3

How to properly align Tikz pictures in Latex environment to get the following picture?

enter image description here

My trial code does not compile,

\documentclass[preview]{standalone}
\usepackage{tikz}
\usepackage{amsmath}
\begin{document}

\begin{equation*}
    A = \frac{%
        \begin{tikzpicture}
            \draw (0,0) to[bend left] (1,0) to[bend left] (0,0);
        \end{tikzpicture}
    }{%
        \begin{tikzpicture}
            \def\L{1.0} 
            \matrix[column sep=.1cm, row sep=2mm]
            {   
                \draw (0,0) to[bend left] (\L,0) to[bend left] (0,0);
                &
                \node at (0,0) {$-$};
                &
                \draw[dashed] (0,0) -- (\L,0);
                \draw[xshift=\L cm] (0,0) to[bend left] (\L,0) to[bend left] (0,0); \\
            };
        \end{tikzpicture}
    }
\end{equation*}

\end{document}
  • please, extend your code fragment to complete small document ... – Zarko Dec 16 '18 at 3:05
3

Generally you can control the vertical alignment with the baseline option.

\documentclass{article}
\usepackage{amsmath}
\usepackage{tikz}
\begin{document}
\begin{equation*}
    A = \frac{%
        \begin{tikzpicture}[baseline={(0,-0.1)}]
            \draw (0,0) to[bend left] (1,0) to[bend left] (0,0);
        \end{tikzpicture}
    }{%
    \begin{tikzpicture}[baseline={(0,-0.1)}]
            \draw (0,0) to[bend left] (1,0) to[bend left] (0,0);
     \end{tikzpicture}
     -
    \begin{tikzpicture}[baseline={(0,-0.1)}]
            \draw (0,0) to[bend left] (1,0) to[bend left] (0,0);
            \draw[dashed](0,0) -- (-1,0);
     \end{tikzpicture}
    }
\end{equation*}

\end{document}

enter image description here

I don't know what these objects represent, so you may want to use another baseline.

Note that you can use a TikZ matrix:

\documentclass{article}
\usepackage{tikz}
\usepackage{amsmath}
\begin{document}

\begin{equation*}
    A = \frac{%
        \begin{tikzpicture}[baseline]
            \draw (0,0) to[bend left] (1,0) to[bend left] (0,0);
        \end{tikzpicture}
    }{%
        \begin{tikzpicture}[baseline]
            \def\L{1.0} 
            \matrix[column sep=.1cm, row sep=2mm,ampersand replacement=\&]
            {   
                \draw (0,0) to[bend left] (\L,0) to[bend left] (0,0);
                \&
                \node at (0,0) {$-$};
                \&
                \draw[dashed] (0,0) -- (\L,0);
                \draw[xshift=\L cm] (0,0) to[bend left] (\L,0) to[bend left] (0,0); \\
            };
        \end{tikzpicture}
    }
\end{equation*}

\end{document}

enter image description here

  • Thanks! It seems that the more versatile matrix in tikzpicture does not work with \frac. Although baseline is one answer to this figure, it will become difficult to deal with multiple rows of figure in the denominator. – Kevin Powell Dec 16 '18 at 6:14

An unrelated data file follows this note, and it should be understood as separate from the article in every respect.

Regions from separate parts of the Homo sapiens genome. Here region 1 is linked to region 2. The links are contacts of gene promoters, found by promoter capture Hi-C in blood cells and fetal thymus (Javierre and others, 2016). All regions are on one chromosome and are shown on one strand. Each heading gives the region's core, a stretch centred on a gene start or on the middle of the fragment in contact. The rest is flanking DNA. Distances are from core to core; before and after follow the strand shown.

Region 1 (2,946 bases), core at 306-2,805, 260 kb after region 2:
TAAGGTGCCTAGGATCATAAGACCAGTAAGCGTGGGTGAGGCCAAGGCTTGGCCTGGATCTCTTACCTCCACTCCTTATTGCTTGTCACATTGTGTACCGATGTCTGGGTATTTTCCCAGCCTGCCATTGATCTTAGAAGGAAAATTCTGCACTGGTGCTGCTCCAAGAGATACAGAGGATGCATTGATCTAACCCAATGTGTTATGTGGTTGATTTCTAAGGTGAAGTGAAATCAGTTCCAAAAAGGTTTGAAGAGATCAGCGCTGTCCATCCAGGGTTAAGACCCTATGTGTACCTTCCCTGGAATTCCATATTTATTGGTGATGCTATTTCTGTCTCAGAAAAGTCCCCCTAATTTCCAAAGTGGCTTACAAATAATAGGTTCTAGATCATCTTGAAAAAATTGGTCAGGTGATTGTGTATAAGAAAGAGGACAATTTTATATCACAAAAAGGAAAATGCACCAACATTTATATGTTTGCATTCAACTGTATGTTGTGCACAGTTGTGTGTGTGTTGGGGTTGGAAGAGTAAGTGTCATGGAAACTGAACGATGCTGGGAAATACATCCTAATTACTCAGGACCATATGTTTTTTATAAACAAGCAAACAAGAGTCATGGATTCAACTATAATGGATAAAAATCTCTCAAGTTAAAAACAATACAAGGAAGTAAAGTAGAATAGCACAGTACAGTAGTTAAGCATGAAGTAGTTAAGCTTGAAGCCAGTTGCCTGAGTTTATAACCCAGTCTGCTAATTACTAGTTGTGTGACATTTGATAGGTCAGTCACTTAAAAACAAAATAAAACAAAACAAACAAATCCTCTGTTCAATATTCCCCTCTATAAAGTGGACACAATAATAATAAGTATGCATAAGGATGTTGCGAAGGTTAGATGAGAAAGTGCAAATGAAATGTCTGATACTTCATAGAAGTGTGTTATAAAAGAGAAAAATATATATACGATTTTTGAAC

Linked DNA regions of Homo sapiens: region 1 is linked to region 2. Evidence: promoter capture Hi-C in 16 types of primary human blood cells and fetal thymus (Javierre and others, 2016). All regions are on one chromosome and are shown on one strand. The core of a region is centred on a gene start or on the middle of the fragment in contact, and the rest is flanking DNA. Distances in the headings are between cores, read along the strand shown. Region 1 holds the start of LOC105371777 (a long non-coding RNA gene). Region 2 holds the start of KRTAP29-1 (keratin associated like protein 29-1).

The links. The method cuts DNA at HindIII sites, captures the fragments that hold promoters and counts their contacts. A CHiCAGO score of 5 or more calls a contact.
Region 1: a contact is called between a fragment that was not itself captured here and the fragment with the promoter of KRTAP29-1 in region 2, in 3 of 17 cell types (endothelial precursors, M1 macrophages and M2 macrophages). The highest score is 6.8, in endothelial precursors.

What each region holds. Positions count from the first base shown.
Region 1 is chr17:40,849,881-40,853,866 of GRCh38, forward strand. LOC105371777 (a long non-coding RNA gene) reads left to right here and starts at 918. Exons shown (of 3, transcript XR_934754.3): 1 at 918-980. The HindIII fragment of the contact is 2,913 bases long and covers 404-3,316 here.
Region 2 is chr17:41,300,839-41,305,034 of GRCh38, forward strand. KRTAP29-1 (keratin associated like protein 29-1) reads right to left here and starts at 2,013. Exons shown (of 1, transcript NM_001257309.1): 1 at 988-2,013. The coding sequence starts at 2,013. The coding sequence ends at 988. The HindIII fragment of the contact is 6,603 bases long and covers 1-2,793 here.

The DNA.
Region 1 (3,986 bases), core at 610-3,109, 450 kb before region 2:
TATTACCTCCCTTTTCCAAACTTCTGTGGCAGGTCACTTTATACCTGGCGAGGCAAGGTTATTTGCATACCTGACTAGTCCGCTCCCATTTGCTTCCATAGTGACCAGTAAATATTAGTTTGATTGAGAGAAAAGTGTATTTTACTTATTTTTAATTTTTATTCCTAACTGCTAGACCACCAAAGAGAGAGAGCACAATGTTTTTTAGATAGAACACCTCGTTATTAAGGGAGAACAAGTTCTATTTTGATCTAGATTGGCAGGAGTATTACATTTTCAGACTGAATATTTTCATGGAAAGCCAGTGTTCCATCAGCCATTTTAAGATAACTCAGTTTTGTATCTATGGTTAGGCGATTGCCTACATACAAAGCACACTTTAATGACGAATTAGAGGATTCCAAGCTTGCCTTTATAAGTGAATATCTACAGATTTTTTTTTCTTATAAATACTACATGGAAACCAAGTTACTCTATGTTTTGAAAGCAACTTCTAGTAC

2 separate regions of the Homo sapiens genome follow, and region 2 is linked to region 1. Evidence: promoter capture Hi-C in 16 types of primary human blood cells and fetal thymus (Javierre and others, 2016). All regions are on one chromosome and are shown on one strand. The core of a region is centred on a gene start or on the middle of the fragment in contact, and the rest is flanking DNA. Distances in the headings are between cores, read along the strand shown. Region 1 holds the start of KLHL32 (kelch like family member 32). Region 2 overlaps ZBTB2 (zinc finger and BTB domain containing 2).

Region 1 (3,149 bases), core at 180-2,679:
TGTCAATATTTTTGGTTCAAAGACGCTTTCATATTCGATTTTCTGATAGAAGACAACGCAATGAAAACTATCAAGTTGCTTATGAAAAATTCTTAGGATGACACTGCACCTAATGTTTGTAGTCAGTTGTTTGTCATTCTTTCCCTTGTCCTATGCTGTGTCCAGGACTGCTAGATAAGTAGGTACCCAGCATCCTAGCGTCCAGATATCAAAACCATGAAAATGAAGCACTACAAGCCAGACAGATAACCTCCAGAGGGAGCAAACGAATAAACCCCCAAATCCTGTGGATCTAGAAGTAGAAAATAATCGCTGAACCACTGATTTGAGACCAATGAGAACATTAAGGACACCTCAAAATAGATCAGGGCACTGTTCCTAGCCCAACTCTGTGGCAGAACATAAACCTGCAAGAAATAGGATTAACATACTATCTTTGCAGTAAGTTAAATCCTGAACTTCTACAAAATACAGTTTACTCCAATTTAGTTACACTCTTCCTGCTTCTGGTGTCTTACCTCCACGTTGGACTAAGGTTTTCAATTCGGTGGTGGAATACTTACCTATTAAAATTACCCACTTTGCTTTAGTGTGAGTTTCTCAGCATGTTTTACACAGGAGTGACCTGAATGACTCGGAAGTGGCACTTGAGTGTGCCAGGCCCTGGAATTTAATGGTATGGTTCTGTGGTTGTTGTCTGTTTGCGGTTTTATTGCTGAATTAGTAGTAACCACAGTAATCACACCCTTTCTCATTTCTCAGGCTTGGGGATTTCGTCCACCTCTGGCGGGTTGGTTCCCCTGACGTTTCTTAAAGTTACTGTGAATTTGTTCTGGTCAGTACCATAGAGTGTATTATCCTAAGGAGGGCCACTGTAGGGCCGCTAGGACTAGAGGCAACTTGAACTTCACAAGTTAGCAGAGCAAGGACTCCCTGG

• @KevinPowell You can definitely use a matrix, just add ampersand replacement=\& and replace & by \&. – marmot Dec 16 '18 at 7:42
  • That's quite neat! Why [baseline] option centers the figure in the numerator? It is black magic for me. – Kevin Powell Dec 17 '18 at 7:42
4
\documentclass{article}
\usepackage{tikz}

\begin{document}
\[
A = \frac{\tikz[baseline=1pt]{\draw  (-1.5,0) to[bend left] (-0.5,0) to[bend left] (-1.5,0);}}
         {\tikz{\draw  (-1.5,0) to[bend left] (-0.5,0) to[bend left] (-1.5,0)
                       ( 0.5,0) to[bend left] ( 1.5,0) to[bend left] ( 0.5,0);
                \draw[dashed, shorten >=1mm, shorten <=1mm] (-0.5,0) -- (0.5,0);}
         }
\]
\end{document}

enter image description here

  • How is that different from my answer except that you define \M but do not use it? The only thing apart from the unused definition I can see is the use of baseline, which is precisely what I am using. – marmot Dec 16 '18 at 3:38
  • @marmot the denominator is different. I think there's an error here, because the minus is missing. – CarLaTeX Dec 16 '18 at 4:04
  • 2
    I would create a pic for the shapes, and suggest to use dots instead of dashes, which could be confused with the minus (@marmot, too). – CarLaTeX Dec 16 '18 at 4:43
  • @CarLaTeX That's a brilliant idea! – Kevin Powell Dec 16 '18 at 6:10
  • @marmot, definition of \M is left from some my experiments (now deleted). baseline is used slightly differently. also coordinates of elements are different. however you still can look on my answer as small variation of yours ... (but i wrote it without seeing yours). – Zarko Dec 16 '18 at 7:22

Your Answer

By clicking "Post Your Answer", you agree to our terms of service, privacy policy and cookie policy

Not the answer you're looking for? Browse other questions tagged or ask your own question.